Will Swasey Parkway be closed to traffic? Exeter counsel weighs in on dueling votes

EXETER — The recently approved citizens’ petition to keep Swasey Parkway open to one-way traffic may not be a roadblock to town efforts made over the last year to close a portion of the popular park to vehicle traffic.

The Select Board is inviting legal counsel to an upcoming meeting to discuss whether Dwane Staples citizens’ petition approved at the March 15 Town Meeting is legally binding. The petition aimed to reverse course from a 2022 Town Meeting vote that approved the closure and directed the town to amend the park’s trust in court to make it happen.

Town Manager Russ Dean told the Select Board last week that town counsel feels because the probate judge had already signed off on the closure prior to the 2023 vote, that supersedes the recent petition.

“The town counsel’s opinion of this particular issue is that since the road discontinuance process was completed before the vote on Article 31, the voters’ support of that article on March 15 has no legal effect,” Dean said at last Monday’s Select Board meeting.

However, board members said they still want more information and to hear from town counsel directly.

“I just want to make sure that if there’s an interest from townspeople that want to ask questions, we might want to… have town’s counsel here to answer questions the best we can,” said Selectwoman Nancy Belanger at last Monday’s meeting.

Closing the parkway to traffic to improve safety has been discussed for years. It picked up steam after the Select Board received positive feedback for closing the parkway to vehicle traffic with the aid of the governor’s emergency order during the COVID-19 pandemic.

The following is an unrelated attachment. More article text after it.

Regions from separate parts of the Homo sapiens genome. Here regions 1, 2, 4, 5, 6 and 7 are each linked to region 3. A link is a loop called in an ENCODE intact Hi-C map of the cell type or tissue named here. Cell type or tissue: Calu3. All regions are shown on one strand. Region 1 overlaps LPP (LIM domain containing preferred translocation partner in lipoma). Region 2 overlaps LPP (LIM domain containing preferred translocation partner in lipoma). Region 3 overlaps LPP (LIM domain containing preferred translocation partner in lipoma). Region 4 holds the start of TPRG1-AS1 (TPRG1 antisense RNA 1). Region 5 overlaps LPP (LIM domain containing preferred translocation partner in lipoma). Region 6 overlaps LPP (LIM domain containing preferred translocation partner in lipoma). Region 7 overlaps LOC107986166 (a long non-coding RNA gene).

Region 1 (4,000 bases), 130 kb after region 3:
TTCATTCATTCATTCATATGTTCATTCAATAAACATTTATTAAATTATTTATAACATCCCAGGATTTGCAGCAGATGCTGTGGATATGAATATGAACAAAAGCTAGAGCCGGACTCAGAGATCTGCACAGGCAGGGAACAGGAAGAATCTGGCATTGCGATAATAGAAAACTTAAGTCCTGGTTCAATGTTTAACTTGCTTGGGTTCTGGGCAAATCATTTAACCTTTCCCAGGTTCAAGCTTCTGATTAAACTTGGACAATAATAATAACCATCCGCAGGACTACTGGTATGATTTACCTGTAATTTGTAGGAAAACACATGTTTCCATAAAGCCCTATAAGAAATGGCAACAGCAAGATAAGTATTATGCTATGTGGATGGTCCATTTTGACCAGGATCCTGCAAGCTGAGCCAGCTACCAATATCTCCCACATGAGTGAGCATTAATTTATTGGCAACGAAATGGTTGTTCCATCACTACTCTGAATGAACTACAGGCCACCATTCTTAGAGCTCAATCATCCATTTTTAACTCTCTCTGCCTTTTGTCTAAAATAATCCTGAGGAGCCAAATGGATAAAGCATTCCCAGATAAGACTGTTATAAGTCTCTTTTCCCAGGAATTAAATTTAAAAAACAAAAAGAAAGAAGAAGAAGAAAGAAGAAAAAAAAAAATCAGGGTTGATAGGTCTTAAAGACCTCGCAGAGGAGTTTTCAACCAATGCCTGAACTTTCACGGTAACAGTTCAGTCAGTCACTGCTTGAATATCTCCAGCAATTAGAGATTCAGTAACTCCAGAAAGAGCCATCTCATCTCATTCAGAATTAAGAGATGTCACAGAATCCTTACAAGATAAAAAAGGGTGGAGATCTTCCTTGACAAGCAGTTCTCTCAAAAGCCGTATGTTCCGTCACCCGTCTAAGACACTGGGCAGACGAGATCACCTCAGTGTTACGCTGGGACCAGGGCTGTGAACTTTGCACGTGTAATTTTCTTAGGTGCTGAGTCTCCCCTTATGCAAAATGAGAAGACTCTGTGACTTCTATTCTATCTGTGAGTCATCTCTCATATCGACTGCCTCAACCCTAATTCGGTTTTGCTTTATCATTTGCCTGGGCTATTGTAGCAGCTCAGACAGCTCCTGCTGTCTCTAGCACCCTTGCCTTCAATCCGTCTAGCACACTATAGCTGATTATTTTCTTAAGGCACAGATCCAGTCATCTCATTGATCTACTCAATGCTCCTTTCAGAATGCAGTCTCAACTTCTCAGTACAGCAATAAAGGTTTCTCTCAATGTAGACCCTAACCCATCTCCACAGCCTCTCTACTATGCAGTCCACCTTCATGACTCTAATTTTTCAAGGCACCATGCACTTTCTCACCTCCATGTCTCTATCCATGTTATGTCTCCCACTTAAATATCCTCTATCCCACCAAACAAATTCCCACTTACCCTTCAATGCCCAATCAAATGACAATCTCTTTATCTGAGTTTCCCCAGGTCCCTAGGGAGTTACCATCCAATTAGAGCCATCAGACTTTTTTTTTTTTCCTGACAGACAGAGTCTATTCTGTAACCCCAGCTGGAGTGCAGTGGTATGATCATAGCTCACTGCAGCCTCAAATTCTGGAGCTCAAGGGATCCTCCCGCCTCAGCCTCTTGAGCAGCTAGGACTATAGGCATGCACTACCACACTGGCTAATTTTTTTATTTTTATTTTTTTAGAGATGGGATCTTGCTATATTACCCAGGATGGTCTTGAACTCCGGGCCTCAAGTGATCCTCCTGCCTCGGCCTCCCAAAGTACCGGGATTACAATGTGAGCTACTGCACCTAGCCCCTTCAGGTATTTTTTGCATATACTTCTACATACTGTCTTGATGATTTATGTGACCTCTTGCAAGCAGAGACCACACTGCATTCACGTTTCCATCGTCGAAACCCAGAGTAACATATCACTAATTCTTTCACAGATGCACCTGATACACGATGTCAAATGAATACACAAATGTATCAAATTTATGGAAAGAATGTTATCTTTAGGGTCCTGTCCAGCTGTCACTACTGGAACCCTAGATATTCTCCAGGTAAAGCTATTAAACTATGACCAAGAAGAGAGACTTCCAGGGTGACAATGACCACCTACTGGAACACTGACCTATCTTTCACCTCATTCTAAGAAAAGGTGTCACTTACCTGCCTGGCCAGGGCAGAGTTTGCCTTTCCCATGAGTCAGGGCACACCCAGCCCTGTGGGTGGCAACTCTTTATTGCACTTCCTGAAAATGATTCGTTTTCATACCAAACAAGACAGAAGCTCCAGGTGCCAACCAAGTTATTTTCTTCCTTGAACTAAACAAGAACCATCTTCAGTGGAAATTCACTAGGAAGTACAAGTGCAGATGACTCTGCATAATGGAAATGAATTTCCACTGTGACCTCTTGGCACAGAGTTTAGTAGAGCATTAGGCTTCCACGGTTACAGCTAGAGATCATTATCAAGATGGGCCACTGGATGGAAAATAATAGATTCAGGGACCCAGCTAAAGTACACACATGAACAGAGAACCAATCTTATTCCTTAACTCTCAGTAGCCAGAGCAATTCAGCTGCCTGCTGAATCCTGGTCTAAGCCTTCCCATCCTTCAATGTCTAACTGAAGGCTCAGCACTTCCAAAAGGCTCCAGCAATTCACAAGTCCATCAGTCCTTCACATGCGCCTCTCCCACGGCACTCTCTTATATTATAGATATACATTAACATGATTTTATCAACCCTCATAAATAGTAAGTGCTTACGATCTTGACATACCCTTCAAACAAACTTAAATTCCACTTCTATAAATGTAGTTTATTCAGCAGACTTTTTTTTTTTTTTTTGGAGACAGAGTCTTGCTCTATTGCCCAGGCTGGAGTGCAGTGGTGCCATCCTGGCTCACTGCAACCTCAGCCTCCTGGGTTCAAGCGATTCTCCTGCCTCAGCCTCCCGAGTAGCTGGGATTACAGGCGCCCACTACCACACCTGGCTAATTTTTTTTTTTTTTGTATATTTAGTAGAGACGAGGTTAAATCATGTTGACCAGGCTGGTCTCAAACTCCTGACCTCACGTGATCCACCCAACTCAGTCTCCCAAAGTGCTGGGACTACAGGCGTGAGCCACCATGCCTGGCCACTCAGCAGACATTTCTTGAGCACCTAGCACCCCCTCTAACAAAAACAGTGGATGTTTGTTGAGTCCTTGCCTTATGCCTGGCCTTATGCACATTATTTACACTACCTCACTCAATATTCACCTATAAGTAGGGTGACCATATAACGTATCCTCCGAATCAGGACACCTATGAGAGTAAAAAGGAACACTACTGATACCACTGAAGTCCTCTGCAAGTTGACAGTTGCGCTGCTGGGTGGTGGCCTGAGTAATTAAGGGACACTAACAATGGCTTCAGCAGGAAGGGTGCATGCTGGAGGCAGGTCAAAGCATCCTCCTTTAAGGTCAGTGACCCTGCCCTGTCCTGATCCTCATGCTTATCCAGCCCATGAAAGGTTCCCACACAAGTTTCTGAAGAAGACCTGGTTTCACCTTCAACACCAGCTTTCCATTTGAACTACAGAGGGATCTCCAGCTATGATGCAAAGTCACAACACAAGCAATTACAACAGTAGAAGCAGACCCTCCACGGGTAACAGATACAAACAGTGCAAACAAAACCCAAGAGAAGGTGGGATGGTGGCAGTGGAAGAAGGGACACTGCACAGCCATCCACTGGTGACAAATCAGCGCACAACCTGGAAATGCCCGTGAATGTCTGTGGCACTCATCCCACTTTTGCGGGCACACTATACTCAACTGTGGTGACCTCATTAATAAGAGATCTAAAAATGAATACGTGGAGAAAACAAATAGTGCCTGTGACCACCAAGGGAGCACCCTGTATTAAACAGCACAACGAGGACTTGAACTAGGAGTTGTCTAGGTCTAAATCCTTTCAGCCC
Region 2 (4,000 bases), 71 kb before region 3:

The board decided to put forward a Town Meeting warrant article in 2022 asking if voters wanted to close a portion of the parkway from Water Street to the gazebo to make it pedestrian-only and allow two-way traffic from the gazebo to Newfields Road.

The article was approved by a vote of 1,819-1,083.

The approved article directed the town to gain approval from the New Hampshire attorney general’s Division of Charitable Trust Unit and the Rockingham County Probate Court to make the closure of the road a reality.

The reason the town had to go to court is because the parkway and the town land it sits on were both gifts from entrepreneur and philanthropist Ambrose Swasey. It was bestowed to the town via a trust which stipulates the property be used “solely for park purposes and the roadway therein open to pleasure vehicles.”

A judge signed off on the request to close the roadway to traffic Feb. 3.

Staples, a Parkway trustee, said he put forth a citizens’ petition to reverse course because he felt closing the parkway will affect many of the events that take place there, and accessibility to the parkway for people with disabilities.

His article was approved by a vote of 925-637.

Staples said he is happy his citizens’ petition passed but wants to hear from town counsel.

“I’m in hopes that we can have a definitive answer from counsel and that we can move forward with a plan that is suitable for everybody,” he said.

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